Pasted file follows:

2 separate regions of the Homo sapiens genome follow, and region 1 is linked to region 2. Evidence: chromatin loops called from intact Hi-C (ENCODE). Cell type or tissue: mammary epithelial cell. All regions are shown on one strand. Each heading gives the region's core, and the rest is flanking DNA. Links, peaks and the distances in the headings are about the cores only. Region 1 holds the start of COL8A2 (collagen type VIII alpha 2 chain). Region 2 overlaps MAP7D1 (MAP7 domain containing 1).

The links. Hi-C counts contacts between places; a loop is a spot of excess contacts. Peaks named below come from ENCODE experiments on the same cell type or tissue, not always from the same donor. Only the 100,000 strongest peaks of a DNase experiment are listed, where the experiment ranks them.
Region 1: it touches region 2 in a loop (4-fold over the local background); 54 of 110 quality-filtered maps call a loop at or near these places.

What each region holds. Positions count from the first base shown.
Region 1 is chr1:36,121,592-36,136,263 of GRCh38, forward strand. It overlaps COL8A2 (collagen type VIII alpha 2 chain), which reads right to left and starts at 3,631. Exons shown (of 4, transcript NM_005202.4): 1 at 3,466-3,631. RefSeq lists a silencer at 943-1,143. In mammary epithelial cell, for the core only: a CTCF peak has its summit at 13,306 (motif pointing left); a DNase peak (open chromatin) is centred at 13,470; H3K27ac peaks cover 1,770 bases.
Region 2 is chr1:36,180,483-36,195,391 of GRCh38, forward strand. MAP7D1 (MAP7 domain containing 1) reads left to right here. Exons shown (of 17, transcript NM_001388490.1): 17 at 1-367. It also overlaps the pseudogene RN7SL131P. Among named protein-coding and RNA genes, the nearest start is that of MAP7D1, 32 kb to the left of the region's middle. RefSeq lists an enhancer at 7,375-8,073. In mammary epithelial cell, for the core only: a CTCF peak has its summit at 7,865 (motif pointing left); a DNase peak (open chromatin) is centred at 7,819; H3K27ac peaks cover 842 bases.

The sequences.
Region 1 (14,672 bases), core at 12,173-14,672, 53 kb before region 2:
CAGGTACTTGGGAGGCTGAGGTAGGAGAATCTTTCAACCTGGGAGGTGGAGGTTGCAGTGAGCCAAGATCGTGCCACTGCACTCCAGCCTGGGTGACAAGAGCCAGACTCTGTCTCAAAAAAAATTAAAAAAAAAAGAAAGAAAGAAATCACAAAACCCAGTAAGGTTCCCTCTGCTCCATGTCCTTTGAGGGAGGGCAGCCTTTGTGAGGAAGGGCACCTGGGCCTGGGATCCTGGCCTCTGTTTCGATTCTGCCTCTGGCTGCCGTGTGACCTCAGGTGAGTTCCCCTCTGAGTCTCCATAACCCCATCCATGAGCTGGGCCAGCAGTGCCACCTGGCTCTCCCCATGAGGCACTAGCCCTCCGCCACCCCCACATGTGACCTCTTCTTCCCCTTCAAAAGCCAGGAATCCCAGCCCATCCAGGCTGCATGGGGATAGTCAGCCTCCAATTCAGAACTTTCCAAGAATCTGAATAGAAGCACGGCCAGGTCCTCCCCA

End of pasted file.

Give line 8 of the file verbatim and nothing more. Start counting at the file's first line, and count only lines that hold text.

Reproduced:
Region 1 (14,672 bases), core at 12,173-14,672, 53 kb before region 2: